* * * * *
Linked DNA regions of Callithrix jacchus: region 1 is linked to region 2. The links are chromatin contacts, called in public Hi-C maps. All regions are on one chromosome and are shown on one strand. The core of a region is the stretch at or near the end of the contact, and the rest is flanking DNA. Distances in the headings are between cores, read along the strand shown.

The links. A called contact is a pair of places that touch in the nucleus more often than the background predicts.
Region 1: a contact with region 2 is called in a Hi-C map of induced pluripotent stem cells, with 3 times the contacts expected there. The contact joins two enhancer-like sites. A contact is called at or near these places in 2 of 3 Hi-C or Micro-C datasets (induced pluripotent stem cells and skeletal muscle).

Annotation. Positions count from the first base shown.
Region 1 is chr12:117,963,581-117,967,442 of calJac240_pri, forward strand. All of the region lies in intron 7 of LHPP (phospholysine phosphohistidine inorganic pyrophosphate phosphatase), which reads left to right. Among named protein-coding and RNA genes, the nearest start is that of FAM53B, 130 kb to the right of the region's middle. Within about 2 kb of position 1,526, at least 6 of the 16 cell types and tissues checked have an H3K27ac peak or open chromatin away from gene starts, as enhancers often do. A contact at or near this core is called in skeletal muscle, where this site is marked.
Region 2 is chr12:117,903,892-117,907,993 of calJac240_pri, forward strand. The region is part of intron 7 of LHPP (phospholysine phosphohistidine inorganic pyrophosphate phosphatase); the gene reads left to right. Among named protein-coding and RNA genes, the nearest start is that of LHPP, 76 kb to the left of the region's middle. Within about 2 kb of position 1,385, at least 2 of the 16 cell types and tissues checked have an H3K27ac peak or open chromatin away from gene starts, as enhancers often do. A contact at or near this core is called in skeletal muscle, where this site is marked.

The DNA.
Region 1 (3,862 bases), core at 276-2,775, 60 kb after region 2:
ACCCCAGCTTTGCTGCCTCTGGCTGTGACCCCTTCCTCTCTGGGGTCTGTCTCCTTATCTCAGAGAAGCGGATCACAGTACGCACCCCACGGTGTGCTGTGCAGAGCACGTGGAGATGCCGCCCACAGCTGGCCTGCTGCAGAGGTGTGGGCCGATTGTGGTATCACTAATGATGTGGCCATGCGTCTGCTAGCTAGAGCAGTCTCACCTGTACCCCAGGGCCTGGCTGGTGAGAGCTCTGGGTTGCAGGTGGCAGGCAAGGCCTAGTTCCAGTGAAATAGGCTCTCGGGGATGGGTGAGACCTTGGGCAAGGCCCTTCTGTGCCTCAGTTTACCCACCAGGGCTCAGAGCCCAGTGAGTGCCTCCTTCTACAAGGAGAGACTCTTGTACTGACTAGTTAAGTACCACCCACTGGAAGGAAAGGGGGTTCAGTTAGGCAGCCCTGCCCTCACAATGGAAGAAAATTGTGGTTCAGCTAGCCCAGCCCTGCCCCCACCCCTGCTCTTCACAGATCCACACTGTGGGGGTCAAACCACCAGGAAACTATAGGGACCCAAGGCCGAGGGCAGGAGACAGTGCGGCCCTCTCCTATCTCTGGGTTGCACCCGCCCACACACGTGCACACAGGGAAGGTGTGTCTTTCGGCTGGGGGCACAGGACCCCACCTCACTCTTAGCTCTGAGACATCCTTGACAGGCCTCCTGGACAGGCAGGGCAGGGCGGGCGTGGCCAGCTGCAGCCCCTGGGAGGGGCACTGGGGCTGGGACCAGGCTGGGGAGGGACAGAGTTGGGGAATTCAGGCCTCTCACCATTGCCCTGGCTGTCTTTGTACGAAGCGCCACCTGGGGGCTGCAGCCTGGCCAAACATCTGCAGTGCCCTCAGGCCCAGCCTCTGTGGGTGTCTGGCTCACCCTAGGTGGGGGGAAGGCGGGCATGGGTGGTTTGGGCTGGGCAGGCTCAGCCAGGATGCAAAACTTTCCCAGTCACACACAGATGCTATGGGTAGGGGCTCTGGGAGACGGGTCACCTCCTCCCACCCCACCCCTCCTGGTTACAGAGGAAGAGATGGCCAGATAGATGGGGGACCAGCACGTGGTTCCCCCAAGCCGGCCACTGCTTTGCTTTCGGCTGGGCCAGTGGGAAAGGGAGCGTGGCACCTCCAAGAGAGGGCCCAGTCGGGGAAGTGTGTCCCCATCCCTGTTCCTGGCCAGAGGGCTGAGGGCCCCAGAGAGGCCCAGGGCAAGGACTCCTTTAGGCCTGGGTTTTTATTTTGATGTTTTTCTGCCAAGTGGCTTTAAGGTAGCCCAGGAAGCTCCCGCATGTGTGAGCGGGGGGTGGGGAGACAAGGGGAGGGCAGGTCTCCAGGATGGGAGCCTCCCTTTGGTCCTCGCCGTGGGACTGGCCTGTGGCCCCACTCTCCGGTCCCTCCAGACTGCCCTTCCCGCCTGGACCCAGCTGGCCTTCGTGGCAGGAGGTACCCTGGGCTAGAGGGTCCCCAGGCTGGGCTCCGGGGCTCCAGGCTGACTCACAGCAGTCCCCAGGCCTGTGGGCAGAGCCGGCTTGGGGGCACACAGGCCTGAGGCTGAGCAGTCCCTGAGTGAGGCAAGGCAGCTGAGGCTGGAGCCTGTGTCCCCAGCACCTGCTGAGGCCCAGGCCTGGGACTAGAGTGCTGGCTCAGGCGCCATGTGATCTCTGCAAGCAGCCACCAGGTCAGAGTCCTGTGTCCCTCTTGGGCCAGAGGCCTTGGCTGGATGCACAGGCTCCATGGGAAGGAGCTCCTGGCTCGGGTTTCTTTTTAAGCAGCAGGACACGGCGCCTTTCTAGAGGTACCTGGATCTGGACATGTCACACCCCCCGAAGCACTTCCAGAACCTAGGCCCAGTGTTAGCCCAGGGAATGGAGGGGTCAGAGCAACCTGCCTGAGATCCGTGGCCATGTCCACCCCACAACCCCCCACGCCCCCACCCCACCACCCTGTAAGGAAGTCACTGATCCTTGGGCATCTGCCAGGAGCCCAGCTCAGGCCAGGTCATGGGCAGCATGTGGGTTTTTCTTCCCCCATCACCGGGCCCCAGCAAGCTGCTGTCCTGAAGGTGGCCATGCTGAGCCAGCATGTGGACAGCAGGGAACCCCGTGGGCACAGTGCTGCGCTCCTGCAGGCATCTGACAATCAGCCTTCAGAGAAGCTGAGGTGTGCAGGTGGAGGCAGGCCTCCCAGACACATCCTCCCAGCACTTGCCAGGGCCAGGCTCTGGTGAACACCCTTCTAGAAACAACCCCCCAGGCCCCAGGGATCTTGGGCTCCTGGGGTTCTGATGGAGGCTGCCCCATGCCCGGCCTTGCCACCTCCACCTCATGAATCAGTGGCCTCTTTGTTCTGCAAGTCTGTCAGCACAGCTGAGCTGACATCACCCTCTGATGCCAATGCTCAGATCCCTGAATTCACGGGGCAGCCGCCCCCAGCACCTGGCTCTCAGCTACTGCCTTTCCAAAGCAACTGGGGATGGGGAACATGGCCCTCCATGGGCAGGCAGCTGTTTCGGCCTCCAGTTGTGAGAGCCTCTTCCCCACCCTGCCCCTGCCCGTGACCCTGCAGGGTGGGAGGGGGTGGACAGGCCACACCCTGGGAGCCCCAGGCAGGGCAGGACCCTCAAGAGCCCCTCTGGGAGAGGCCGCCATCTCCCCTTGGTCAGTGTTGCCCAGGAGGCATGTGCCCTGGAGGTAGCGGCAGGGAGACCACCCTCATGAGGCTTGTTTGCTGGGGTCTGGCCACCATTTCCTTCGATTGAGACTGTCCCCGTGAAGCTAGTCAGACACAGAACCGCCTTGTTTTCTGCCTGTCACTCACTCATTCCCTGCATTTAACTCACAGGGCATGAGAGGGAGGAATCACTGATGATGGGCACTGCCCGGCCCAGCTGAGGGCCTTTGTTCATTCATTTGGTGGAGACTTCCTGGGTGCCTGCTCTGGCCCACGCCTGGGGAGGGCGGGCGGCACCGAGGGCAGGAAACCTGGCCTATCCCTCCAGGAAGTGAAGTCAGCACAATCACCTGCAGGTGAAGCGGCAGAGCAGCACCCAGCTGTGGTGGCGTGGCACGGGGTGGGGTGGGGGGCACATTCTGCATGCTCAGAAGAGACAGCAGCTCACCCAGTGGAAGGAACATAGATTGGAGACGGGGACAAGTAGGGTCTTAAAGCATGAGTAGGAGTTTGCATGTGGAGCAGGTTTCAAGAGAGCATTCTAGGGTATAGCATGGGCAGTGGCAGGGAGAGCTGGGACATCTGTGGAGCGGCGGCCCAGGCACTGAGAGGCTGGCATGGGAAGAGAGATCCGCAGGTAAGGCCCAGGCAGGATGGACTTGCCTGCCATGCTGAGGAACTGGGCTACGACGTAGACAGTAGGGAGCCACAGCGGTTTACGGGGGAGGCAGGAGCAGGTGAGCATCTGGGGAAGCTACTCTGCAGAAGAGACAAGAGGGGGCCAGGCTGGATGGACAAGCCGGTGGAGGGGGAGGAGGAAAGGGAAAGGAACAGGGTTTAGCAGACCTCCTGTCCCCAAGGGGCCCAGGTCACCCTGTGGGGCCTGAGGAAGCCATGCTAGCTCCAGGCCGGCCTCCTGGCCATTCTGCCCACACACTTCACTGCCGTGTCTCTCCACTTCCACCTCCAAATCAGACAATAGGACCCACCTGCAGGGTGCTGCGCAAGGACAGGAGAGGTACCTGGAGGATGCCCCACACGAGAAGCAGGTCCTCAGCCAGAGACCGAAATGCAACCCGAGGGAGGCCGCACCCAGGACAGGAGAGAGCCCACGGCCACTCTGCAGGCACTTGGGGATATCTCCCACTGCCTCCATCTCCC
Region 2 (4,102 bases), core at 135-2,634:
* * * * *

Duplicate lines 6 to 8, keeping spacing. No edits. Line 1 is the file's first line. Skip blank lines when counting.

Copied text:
Region 2 is chr12:117,903,892-117,907,993 of calJac240_pri, forward strand. The region is part of intron 7 of LHPP (phospholysine phosphohistidine inorganic pyrophosphate phosphatase); the gene reads left to right. Among named protein-coding and RNA genes, the nearest start is that of LHPP, 76 kb to the left of the region's middle. Within about 2 kb of position 1,385, at least 2 of the 16 cell types and tissues checked have an H3K27ac peak or open chromatin away from gene starts, as enhancers often do. A contact at or near this core is called in skeletal muscle, where this site is marked.

The DNA.
Region 1 (3,862 bases), core at 276-2,775, 60 kb after region 2: